The Future Is Wild;
A Deeper Look

The Future is Wild is a companion piece to the Discovery Channel series of the same name. As you might expect, while it is CGI like the original documentary, it is simpler and more ‘cartoony’ than the former. I’d compare it to Jimmy Neutron for animation quality. How it differs from other animated series aimed at this demographic is in the writing. They developed the characters very well. Much better than is commonly done for a children’s cartoon, not to mention a spin off riding on the coattails of another show. They put more than an average amount of effort developing back story, relationships and such. This is a character and storyline driven work, not just a bunch of silly pratfalls or pseudo ninja battles. It is the story of CG who is piloting the TimeFlyer through the future looking for a new home for humanity. She needs help and picks up Ethan, Emily, and Lewis from the 21st century and Squibbon from 200my in the future. This is the story of their encounters and adventures 5my, 100my, and 200my in the future.

One part of the series did strike me as odd though. While individual episodes were well done the overall story arc was very disjointed. They’d encounter an animal in one show and then in the next they would not know what it was and would have to look it up. They’d use a device in one show and then a few shows later they’d explain “Oh we have a force field generator”. In one Squibbon would be hidden from CG’s father, in the next her father knew about Squibbon, then a few episodes later they’d be back to hiding him. It just seemed surprisingly random for a show that was otherwise so well written.

It struck me that maybe the disjointed feel of the show was a programming accident. I wondered if perhaps, the episodes were not broadcast in the order intended by the writers. I had a week to kill so I watched the whole series, making notes of what they knew, what they looked up, what they used and such. Then I re-sorted the episodes so these events made sense. After doing this I discovered that the show HAD been written with an overarching story line but for some reason when they came to air it, they pulled the episodes out at random. Once you have the program in the right sequence it makes a lot more sense. There are several threads that only become apparent when seen in the right order. So here is The Future is Wild as it should be watched. I should add though that this might not be exactly right. A couple of the episodes could have gone in more than one spot. In those cases I just made a judgement call. Even if not perfect though, it’s a lot closer than the original.

Note the original episode number. With the exception of The Queen of the Squibbons, they didn’t run any of them in order. Even then while Queen of the Squibbons is clearly the finale, they followed it with Snowstalker in a Strange Land. A good episode, but one that makes nearly no sense as the last episode.

With the episodes in the revised order:

*CG grows and becomes less stiff and robotic over the span of the series. She even develops a sense of humour and plays the occasional joke on the others.
*The budding relationships between Emily/Ethan and CG/Lewis grow over time.
*They decide to move humanity to the Antarctic Forest at the very end. In the broadcast sequence their are several episodes where they’re still saying “IF humanity is going to move here” when they are elsewhere, but have already announced that humanity is going to the Antarctic Forest.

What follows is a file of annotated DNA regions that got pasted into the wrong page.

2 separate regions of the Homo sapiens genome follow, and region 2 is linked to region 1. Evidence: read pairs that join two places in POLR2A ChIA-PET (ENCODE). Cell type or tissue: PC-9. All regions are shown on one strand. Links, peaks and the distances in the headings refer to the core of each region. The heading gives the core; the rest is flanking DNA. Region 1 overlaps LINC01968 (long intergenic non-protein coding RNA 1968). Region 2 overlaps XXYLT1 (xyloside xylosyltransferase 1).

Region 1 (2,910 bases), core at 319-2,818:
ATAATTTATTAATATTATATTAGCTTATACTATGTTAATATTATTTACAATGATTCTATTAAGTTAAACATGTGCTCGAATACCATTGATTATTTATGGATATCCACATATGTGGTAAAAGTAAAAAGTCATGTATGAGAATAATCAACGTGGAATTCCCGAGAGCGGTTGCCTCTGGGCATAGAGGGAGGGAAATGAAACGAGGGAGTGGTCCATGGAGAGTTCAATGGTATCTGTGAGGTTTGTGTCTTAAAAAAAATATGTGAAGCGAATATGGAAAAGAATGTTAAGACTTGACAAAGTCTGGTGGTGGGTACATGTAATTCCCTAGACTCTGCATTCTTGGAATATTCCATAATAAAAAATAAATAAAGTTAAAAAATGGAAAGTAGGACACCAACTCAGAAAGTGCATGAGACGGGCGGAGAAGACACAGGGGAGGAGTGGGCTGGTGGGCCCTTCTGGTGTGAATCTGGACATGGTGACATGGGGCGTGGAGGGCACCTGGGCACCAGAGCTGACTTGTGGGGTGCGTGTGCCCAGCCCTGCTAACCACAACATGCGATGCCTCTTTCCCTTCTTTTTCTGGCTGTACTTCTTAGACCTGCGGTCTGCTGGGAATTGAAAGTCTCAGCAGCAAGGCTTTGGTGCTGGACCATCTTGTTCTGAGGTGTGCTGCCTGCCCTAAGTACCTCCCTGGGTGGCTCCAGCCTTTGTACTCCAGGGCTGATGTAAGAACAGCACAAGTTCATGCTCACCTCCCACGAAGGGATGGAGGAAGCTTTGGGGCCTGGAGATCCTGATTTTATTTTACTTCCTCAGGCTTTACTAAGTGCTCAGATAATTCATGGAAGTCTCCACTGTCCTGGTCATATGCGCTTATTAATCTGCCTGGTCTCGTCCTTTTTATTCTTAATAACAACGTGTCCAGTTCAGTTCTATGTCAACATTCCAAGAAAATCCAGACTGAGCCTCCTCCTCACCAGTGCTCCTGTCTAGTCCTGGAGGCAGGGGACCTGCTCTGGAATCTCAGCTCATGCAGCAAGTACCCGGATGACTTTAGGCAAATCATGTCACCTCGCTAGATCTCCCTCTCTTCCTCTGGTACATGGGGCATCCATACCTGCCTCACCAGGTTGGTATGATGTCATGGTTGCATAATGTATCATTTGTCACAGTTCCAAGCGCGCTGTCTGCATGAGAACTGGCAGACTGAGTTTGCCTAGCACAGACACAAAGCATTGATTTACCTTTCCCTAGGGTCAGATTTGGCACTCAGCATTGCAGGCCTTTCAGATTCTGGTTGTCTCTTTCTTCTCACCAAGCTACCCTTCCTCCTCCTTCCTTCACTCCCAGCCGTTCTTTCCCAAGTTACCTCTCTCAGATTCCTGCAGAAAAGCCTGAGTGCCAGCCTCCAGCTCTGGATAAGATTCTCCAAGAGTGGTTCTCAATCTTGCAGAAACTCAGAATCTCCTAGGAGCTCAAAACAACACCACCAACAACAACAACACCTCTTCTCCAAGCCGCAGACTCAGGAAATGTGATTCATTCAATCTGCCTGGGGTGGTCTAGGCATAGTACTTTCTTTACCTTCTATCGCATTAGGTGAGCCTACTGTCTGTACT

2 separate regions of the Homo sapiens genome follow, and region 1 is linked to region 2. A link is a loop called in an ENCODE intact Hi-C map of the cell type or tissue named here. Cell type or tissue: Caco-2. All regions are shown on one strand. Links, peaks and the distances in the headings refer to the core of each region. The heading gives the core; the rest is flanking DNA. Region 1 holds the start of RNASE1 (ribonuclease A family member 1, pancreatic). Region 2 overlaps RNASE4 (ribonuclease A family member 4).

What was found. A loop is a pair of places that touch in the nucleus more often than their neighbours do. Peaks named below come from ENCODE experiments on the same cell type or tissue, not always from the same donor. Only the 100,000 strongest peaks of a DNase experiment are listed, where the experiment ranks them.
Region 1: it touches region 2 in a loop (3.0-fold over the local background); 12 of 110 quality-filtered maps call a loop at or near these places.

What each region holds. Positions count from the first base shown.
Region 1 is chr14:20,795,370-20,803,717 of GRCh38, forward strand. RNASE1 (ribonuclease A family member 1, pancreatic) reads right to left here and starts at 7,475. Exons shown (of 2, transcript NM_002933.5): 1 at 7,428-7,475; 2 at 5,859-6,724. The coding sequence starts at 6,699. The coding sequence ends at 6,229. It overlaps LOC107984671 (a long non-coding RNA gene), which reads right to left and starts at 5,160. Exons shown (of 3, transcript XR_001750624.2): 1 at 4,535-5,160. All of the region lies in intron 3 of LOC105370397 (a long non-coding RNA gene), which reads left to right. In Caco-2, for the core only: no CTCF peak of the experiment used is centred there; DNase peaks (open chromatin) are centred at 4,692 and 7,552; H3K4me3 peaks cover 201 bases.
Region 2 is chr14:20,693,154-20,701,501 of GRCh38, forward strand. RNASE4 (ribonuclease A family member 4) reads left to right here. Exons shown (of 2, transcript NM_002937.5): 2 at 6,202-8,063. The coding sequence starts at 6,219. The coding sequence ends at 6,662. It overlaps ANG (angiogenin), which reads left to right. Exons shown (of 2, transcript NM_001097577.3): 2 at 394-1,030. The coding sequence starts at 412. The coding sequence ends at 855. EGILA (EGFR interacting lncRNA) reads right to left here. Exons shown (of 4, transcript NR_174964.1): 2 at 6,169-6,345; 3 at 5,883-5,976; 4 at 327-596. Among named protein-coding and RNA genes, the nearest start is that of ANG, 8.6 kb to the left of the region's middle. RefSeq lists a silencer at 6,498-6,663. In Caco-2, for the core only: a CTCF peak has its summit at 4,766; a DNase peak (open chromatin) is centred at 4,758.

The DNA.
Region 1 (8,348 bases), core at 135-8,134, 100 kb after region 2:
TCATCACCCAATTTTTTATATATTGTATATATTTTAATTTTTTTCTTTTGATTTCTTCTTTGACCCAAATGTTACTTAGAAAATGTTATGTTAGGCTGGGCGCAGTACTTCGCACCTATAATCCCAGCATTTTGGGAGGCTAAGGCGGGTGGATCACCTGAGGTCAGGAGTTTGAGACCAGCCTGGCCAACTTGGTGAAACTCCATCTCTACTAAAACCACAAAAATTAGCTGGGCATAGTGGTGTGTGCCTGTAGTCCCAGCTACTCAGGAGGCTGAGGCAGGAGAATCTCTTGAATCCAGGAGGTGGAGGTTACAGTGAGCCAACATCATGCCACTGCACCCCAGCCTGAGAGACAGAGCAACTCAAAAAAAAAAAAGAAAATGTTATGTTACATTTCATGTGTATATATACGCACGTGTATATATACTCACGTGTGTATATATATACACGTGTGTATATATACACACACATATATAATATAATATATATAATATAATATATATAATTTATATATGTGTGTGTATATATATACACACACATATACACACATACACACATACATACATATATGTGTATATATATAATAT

*The trees they tested at 200my and 100my are both before the decision point. This was the case in the broadcast version but this makes it more clear that the trees were part of a series of tests at all sites and happened before they decided to move humanity to 100my Antarctic Forest.
*Reorganizing the episodes like this makes the series much more logical. As a story arc it just makes a lot more sense.

One thing I keep wondering about though, what happens when the mission is over? Sure they can return to the 21st century but will they want to? After all they’ve seen, regular High School will be pretty tame. Would it even be good for the timeline for them, especially Lewis, to return to the 21st century? With the knowledge of what they’ve seen and learned, they could really screw up the future. I don’t think the TimeFlyer was invented in the 21st century. For that matter, they mention in the show that they’ve been travelling for months. Let’s assume they are gone a year. They will obviously have grown a lot, both emotionally and physically. How will they fit in with their peers any more? Won’t their parents wonder what happened in the half hour they were gone that morning? CG’s father was right. Reintegrating into their own time would be hard. But then I don’t know if they could live among future humanity either. We’ve seen that the people of the future think of them as “primitives”. Imagine someone from 12,000 years ago were dropped into today. Sure they could learn our language, and they could function in our world, but there’d be problems. A million little customs, habits, subtle physical attributes, that would make fitting in very hard. Ethan, Emily, and Lewis would face all the same problems if they stayed with humanity 100my in the future. Either returning home or staying in the future would be difficult.

And what will become of Squibbon?

© 2020 Douglas Aalseth Productions